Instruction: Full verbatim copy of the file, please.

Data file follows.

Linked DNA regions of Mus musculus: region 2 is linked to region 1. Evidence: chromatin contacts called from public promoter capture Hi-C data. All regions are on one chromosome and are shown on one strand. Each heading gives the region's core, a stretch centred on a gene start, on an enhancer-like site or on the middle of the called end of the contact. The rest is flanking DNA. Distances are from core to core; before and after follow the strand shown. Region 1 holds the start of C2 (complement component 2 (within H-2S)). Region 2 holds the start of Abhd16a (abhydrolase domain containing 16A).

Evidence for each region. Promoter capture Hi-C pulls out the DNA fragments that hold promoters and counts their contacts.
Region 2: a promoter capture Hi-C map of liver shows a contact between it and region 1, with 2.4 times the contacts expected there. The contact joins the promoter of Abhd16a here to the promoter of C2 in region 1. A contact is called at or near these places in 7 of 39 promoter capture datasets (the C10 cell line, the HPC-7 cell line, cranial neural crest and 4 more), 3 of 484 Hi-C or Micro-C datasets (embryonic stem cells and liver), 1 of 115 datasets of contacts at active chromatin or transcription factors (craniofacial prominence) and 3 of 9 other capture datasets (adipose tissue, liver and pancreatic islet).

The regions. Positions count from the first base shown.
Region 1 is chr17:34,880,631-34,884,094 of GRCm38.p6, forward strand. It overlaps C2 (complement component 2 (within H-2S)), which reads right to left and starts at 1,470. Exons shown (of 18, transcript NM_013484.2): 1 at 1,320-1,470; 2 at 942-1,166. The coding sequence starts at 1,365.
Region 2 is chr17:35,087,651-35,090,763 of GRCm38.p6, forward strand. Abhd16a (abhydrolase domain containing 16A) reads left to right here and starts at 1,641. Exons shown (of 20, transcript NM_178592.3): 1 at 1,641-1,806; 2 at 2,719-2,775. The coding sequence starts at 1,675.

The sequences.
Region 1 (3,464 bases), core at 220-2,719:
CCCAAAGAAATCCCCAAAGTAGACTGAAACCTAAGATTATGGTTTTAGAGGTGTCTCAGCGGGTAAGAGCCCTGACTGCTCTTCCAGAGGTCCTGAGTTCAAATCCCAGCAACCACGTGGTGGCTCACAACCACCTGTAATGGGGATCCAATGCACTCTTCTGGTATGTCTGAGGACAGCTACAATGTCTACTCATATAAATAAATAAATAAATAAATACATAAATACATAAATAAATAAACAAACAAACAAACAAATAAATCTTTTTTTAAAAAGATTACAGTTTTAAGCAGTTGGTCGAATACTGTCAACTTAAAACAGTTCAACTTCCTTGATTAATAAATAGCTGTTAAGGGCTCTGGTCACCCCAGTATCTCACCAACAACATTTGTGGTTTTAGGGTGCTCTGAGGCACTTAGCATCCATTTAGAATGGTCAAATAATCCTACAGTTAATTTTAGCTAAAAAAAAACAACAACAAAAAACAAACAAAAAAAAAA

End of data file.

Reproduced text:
Linked DNA regions of Mus musculus: region 2 is linked to region 1. Evidence: chromatin contacts called from public promoter capture Hi-C data. All regions are on one chromosome and are shown on one strand. Each heading gives the region's core, a stretch centred on a gene start, on an enhancer-like site or on the middle of the called end of the contact. The rest is flanking DNA. Distances are from core to core; before and after follow the strand shown. Region 1 holds the start of C2 (complement component 2 (within H-2S)). Region 2 holds the start of Abhd16a (abhydrolase domain containing 16A).

Evidence for each region. Promoter capture Hi-C pulls out the DNA fragments that hold promoters and counts their contacts.
Region 2: a promoter capture Hi-C map of liver shows a contact between it and region 1, with 2.4 times the contacts expected there. The contact joins the promoter of Abhd16a here to the promoter of C2 in region 1. A contact is called at or near these places in 7 of 39 promoter capture datasets (the C10 cell line, the HPC-7 cell line, cranial neural crest and 4 more), 3 of 484 Hi-C or Micro-C datasets (embryonic stem cells and liver), 1 of 115 datasets of contacts at active chromatin or transcription factors (craniofacial prominence) and 3 of 9 other capture datasets (adipose tissue, liver and pancreatic islet).

The regions. Positions count from the first base shown.
Region 1 is chr17:34,880,631-34,884,094 of GRCm38.p6, forward strand. It overlaps C2 (complement component 2 (within H-2S)), which reads right to left and starts at 1,470. Exons shown (of 18, transcript NM_013484.2): 1 at 1,320-1,470; 2 at 942-1,166. The coding sequence starts at 1,365.
Region 2 is chr17:35,087,651-35,090,763 of GRCm38.p6, forward strand. Abhd16a (abhydrolase domain containing 16A) reads left to right here and starts at 1,641. Exons shown (of 20, transcript NM_178592.3): 1 at 1,641-1,806; 2 at 2,719-2,775. The coding sequence starts at 1,675.

The sequences.
Region 1 (3,464 bases), core at 220-2,719:
CCCAAAGAAATCCCCAAAGTAGACTGAAACCTAAGATTATGGTTTTAGAGGTGTCTCAGCGGGTAAGAGCCCTGACTGCTCTTCCAGAGGTCCTGAGTTCAAATCCCAGCAACCACGTGGTGGCTCACAACCACCTGTAATGGGGATCCAATGCACTCTTCTGGTATGTCTGAGGACAGCTACAATGTCTACTCATATAAATAAATAAATAAATAAATACATAAATACATAAATAAATAAACAAACAAACAAACAAATAAATCTTTTTTTAAAAAGATTACAGTTTTAAGCAGTTGGTCGAATACTGTCAACTTAAAACAGTTCAACTTCCTTGATTAATAAATAGCTGTTAAGGGCTCTGGTCACCCCAGTATCTCACCAACAACATTTGTGGTTTTAGGGTGCTCTGAGGCACTTAGCATCCATTTAGAATGGTCAAATAATCCTACAGTTAATTTTAGCTAAAAAAAAACAACAACAAAAAACAAACAAAAAAAAAA